According to the National Partnership for Action to end Health Disparities, a health disparity is a particular type of health difference that is closely linked with social or economic disadvantage.
According to the Centers for Disease Control (CDC), health disparities are preventable differences in the burden of disease, injury, violence, or opportunities to achieve optimal health experienced by socially disadvantaged populations.
These disparities are inequitable and directly related to the historical and current unequal distribution of social, political, economic, and environmental resources.
In addition to race and ethnicity, health disparities
also exist on the basis of sex, age, income level, geography, sexual
orientation, disability, and special health care needs.
Diseases that show high disparities include obesity, diabetes, asthma, HIV Infections, coronary heart disease and stroke, and hypertension. Deaths in this country affected by disparities include Infant deaths, motor vehicle deaths, suicides, drug induced deaths, heart disease and stroke deaths and homicides.
Perhaps one of the best ways to understand Health Disparities and what they really mean to us is to show how they affect our children. Young people from racial and ethnic minority groups in the United States suffer disproportionately from a number of preventable diseases and health problems. For example:
Compared with white youth, black and Hispanic youth have a higher prevalence of asthma,
overweight, and type 2 diabetes.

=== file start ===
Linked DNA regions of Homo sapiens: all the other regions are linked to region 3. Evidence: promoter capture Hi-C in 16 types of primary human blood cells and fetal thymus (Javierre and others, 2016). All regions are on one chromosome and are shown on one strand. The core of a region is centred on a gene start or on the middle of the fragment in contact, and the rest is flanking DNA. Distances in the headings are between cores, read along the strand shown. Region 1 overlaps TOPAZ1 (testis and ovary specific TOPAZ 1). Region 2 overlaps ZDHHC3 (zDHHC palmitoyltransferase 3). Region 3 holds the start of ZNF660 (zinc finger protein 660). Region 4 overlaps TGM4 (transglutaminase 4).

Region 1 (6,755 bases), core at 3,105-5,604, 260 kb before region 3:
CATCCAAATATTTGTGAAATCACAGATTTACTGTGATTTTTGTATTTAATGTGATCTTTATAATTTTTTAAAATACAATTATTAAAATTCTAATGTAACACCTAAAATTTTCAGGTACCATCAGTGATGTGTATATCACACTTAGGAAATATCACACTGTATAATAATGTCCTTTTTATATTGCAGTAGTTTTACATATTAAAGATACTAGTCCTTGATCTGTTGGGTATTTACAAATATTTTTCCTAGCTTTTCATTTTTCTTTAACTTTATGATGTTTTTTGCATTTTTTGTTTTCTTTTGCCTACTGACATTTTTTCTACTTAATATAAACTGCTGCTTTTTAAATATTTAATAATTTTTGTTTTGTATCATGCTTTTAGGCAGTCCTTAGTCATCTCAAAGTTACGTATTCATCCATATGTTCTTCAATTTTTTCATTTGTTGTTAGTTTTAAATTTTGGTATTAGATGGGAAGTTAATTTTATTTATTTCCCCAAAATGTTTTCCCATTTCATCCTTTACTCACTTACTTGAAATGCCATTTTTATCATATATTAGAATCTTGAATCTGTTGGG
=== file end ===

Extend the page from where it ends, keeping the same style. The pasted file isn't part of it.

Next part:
Rates of HIV/AIDS, sexually transmitted diseases, and teen pregnancy are higher among black and Hispanic youth than among whites of the same age.
In 2007, black youth accounted for approximately 68% of new HIV/AIDS cases among 13?19 year olds, even though they represented only 15% of the population in that age group.
Hispanic youth experience proportionately more anxiety-related behaviors and depression than do non-Hispanic white youth.
Among youth aged 10?19 years, American Indians have the highest prevalence of type 2 diabetes of any racial/ethnic group.
Suicide rates among American Indians/Alaska Natives aged 15-34 years are more than two times higher than the national average for that age group.
Efforts nationwide to
reduce and eliminate health disparities include:
· Focusing programmatic efforts to address the needs of adults and youth in high risk groups.
Raising awareness about the causes of disparities and about evidence-based
for addressing them.
· Building partnerships to address the root causes of health and educational disparities.
Documenting the impact of health disparities, as well as the impact of efforts
The following reports give information about what is currently being done to reduce health disparities on a national level. We can do our part by being aware of what health disparities are and how they affect us, being passionate advocates to reduce barriers to accessing health care and by our continuing efforts to encourage our family, friends and church members to live healthy lifestyles and to seek regular age appropriate screening for chronic diseases.
Read the Health and
Human Services Plan to Reduce Racial and Health Disparities at: http://minorityhealth.hhs.gov/npa/files/Plans/HHS/HHS_Plan_complete.pdf
Read the CDC Health Disparities and Inequalities Report and get excellent fact sheets about disparities in diseases to share with your congregations at: http://www.cdc.gov/minorityhealth/CHDIReport.html